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Marilyn Monroe's Biography

 
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Marilyn Monroe was born Norma Jean Mortensen in Los Angeles on 1 June 1926.

Most of Marilyn Monroe's childhood was spent in foster homes because of the mental illness of her mother. Monroe became a photographer's model in 1946. After several small parts she started to land more significant roles from 1952 onwards.

In 1952, Marilyn Monroe appeared in Clash by Night. The director, Fritz Lang said of her: "She was a very peculiar mixture of shyness and uncertainty and - I wouldn't say 'star allure' - but ... she knew exactly her impact on men".

Amongst Marilyn Monroe's other significant roles were those as a sexy dumb blonde in How to Marry a Millionaire (1953) and Gentlemen Prefer Blondes (1953).

Marilyn Monroe also starred in two excellent Billy Wilder comedies, The Seven Year Itch (1955) and Some Like It Hot (1959), as well as Joshua Logan's Bus Stop (1956) and Huston's The Misfits (1961), which was scripted by her husband Arthur Miller.

She was fired from her last project, Something's Got to Give directed by George Cukor for persistent lateness.

Shortly after, Marilyn Monroe committed suicide, by an overdose of sleeping pills, on 4 August 1962.

Arthur Miller, in his autobiography Timebends, describes his feelings on hearing of Marilyn Monroe's death:

"For some reason what I had said to her long ago kept returning - 'You're the saddest girl I've ever known.' And she replied, 'Nobody ever said that to me!' and laughed with an inward-looking surprise that reminded me of my own as a boy when the salesman with the artificial leg suddenly remarked: 'You've gotten serious,' and made me see myself differently. It was so strange that she had never really had the right to her own sadness."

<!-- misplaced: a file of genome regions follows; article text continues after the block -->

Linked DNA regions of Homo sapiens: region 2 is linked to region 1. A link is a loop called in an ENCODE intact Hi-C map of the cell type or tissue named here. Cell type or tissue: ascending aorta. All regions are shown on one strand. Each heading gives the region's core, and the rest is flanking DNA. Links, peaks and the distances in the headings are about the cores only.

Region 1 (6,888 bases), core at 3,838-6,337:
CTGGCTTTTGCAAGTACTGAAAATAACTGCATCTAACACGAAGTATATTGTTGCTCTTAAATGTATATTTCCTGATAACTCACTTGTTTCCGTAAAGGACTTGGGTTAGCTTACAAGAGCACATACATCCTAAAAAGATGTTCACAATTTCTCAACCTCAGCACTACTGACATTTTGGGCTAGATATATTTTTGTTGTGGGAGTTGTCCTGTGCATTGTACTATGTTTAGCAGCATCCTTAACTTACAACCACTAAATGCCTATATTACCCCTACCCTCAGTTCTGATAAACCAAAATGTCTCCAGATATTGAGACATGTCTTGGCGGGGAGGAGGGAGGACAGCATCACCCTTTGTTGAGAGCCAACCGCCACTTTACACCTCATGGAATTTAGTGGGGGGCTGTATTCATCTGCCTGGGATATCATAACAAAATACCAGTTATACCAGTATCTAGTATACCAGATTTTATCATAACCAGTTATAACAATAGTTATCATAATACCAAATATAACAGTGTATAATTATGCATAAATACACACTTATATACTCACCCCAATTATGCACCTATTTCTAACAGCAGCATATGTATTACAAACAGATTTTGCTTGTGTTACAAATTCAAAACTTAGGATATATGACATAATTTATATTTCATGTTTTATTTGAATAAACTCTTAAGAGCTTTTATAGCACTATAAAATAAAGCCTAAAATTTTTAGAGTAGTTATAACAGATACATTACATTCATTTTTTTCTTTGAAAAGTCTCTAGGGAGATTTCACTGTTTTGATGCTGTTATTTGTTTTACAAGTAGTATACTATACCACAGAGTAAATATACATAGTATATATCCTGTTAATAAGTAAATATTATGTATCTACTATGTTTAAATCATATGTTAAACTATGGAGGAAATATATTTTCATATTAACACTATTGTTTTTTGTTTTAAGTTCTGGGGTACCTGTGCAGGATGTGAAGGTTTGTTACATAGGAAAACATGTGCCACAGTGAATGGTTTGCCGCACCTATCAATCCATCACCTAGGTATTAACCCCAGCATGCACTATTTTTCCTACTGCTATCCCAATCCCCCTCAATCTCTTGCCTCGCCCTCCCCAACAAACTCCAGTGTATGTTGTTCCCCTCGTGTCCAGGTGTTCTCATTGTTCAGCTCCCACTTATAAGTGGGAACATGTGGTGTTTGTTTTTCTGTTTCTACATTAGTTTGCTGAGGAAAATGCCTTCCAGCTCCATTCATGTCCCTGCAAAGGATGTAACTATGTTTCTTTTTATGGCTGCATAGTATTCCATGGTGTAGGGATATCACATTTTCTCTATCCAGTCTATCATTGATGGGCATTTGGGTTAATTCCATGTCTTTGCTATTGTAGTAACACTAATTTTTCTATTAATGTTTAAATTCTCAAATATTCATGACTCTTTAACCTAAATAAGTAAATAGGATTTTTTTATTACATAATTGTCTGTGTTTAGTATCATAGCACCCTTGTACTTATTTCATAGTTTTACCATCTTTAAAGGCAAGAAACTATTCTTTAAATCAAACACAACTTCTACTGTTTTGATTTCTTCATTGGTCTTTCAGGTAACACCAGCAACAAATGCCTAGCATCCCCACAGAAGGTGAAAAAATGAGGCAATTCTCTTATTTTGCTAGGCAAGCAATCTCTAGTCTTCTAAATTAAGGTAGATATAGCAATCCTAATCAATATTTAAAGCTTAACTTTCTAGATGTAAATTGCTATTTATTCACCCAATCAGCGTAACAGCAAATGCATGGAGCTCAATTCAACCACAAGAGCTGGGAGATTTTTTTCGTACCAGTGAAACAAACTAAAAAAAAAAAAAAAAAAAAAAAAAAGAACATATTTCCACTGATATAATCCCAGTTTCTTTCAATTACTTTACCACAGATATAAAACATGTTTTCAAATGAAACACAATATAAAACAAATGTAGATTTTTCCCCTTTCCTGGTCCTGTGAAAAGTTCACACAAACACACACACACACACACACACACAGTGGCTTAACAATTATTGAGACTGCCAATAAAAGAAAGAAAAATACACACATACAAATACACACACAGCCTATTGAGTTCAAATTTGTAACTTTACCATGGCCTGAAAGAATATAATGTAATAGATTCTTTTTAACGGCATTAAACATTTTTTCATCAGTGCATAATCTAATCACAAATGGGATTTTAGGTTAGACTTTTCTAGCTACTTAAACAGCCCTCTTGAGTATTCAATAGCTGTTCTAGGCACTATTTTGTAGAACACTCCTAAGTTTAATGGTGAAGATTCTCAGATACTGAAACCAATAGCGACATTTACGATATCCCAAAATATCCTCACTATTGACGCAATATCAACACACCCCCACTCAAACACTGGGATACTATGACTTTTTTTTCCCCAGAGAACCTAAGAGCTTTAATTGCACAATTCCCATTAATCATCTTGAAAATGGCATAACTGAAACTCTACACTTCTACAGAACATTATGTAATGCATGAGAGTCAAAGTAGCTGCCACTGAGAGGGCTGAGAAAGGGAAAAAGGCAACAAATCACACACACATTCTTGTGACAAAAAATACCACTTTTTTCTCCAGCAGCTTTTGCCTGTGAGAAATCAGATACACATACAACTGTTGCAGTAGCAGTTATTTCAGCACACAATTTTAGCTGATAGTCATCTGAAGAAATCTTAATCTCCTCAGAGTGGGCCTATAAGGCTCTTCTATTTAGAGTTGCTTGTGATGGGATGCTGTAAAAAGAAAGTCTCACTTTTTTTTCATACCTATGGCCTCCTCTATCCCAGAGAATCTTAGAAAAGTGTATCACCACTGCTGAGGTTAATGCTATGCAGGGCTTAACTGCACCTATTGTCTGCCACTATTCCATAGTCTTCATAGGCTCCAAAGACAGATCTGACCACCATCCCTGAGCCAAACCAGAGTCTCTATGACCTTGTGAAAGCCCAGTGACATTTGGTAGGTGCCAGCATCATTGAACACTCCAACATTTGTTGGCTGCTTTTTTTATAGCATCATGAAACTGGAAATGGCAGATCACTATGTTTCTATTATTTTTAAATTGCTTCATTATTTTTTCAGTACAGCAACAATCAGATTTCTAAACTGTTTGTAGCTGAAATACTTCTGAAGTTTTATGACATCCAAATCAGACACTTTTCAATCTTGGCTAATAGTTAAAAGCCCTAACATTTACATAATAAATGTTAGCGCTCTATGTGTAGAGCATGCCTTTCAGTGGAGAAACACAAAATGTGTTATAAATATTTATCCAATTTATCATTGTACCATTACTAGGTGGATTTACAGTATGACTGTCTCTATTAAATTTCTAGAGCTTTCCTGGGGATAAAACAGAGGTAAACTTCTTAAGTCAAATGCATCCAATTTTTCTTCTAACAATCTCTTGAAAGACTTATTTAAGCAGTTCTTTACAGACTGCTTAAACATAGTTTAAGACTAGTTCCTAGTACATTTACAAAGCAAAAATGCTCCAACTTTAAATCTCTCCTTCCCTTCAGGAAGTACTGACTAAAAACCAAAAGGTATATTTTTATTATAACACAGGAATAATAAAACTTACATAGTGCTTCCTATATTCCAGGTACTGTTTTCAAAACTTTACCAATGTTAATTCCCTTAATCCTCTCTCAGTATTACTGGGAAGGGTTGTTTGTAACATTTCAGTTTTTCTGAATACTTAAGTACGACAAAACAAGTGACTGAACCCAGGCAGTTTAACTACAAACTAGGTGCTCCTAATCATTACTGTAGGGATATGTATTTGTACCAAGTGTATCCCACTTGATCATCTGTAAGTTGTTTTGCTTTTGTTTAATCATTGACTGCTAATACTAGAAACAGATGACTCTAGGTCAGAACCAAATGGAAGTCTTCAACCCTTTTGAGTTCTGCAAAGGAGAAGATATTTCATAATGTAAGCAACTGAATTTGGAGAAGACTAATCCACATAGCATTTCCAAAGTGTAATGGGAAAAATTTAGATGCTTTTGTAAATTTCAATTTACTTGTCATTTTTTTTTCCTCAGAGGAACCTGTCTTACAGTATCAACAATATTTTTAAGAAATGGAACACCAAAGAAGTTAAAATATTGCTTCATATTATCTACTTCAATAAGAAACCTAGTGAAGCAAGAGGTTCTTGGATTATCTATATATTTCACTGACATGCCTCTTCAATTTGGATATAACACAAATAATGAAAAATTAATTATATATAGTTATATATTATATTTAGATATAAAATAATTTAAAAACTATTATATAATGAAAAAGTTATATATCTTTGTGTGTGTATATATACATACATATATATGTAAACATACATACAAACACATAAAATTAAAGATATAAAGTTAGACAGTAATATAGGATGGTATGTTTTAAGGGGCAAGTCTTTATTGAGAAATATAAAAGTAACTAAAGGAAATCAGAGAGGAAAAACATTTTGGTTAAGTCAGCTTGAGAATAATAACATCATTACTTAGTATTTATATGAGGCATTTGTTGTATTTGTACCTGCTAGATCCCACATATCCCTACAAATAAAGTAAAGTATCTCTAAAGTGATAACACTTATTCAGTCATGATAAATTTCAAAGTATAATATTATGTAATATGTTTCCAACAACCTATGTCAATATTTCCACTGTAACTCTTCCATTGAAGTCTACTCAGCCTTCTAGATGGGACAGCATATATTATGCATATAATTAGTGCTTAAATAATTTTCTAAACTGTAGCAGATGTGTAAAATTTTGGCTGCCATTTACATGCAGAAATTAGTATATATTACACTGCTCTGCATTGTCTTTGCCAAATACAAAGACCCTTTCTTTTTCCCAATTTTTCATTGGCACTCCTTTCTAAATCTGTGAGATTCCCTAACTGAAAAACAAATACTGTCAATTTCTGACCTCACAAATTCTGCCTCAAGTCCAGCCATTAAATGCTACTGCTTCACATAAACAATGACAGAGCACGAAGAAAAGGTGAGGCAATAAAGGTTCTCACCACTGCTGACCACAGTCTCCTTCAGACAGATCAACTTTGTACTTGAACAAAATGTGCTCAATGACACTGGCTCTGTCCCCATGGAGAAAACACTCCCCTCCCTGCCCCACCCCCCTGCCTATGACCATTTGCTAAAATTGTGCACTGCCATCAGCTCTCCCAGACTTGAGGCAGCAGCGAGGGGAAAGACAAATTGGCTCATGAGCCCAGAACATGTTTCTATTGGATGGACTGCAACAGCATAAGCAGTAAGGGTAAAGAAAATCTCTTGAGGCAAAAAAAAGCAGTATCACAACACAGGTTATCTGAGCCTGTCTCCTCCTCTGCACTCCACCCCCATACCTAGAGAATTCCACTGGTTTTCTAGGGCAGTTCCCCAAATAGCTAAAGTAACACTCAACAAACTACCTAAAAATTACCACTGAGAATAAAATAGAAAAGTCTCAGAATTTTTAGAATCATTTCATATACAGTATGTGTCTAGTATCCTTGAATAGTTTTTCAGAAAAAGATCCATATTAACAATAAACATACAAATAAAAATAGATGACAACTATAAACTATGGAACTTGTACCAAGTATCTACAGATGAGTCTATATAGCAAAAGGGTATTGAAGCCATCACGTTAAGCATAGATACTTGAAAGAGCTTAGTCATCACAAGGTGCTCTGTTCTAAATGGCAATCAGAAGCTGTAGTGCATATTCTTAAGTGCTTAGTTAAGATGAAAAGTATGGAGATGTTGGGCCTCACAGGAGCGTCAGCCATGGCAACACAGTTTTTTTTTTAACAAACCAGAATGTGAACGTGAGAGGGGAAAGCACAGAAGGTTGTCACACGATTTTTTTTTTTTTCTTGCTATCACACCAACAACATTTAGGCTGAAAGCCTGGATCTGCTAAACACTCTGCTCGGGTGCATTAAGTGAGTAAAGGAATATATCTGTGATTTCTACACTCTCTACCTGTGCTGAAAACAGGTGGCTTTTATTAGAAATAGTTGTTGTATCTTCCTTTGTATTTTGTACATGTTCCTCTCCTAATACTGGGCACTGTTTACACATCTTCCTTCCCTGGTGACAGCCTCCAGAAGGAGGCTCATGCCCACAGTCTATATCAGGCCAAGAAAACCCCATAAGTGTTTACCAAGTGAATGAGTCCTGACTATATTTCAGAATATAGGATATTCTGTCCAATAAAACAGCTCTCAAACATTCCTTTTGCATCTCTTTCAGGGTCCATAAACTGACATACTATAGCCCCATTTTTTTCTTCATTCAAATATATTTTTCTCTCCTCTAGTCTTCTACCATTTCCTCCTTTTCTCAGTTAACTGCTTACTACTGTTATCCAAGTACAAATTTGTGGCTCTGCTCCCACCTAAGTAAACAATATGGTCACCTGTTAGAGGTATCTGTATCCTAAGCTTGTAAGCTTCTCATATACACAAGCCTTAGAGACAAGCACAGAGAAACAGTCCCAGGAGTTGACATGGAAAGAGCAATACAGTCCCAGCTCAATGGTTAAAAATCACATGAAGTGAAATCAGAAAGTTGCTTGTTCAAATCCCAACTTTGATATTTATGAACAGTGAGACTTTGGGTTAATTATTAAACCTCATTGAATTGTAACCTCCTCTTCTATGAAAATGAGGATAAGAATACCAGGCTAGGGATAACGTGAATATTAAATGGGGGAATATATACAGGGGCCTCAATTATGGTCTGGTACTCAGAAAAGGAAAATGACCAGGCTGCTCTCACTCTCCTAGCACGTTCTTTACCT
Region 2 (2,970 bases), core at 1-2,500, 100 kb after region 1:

Then, Miller writes about the media's behaviour towards Marilyn Monroe:

"And now, naturally, the press gathered to chorus its laments, the same press that had sneered at her for so long, whose praise and condescension, if not contempt for her as an actress, she had taken too seriously. To have survived, she would have had to be either more cynical or even further from reality than she was. Instead she was a poet on a street corner trying to recite to a crowd pulling at her clothes.

"Coming out of the forties and fifties, she was proof that sexuality and seriousness could not coexist in America's psyche, were hostile, mutually rejecting opposites, in fact. At the end she had to give way and go back to swimming naked in a pool in order to make a picture.

After that, Arthur Miller critiques Norman Mailer's approach To Marilyn Monroe:

"Years later, her life would be taken up by a writer whose stock-in-trade was the joining of sexuality and the serious, but avowedly desperate for money to pay his several alimonies, he could only describe what was fundamentally a merry young whore given to surprising bursts of classy wit. If one looked closely, she was himself in drag, acting out his own Hollywood fantasies of fame and sex unlimited and power. Pain of any kind would have unnecessarily soiled the picture even though he was describing a woman on the knife edge of self-destruction all her adult life.

"I had to wonder if her fate at the great author's hands would have been better had she agreed back in the fifties to my suggestion that we invite him for dinner some evening ... Reading his volume, with its grinning vengefulness toward both of us - skilfully hidden under a magisterial aplomb - I wondered if it would have existed at all had we fed him one evening and allowed him time to confront her humanity, not merely her publicity ... "

David Thomson's New Biographical Dictionary of Film in an interesting biographical entry on Marilyn Monroe states:

"Consider the huge social and intellectual journey of an orphan, married at sixteen to a small-town policeman, in her twenties to Joe DiMaggio, national baseball hero, and in her thirties to Arthur Miller, epitome of American radical intellect. Not that any marriage lasted, or that there were not other liaisons, some entered into with an attempt of Lorelei Lee in Gentleman Prefer Blondes (53, Howard Hawks), and others with the battered romanticism of Sugar in Some Like It Hot (59, Gene Wilder)."



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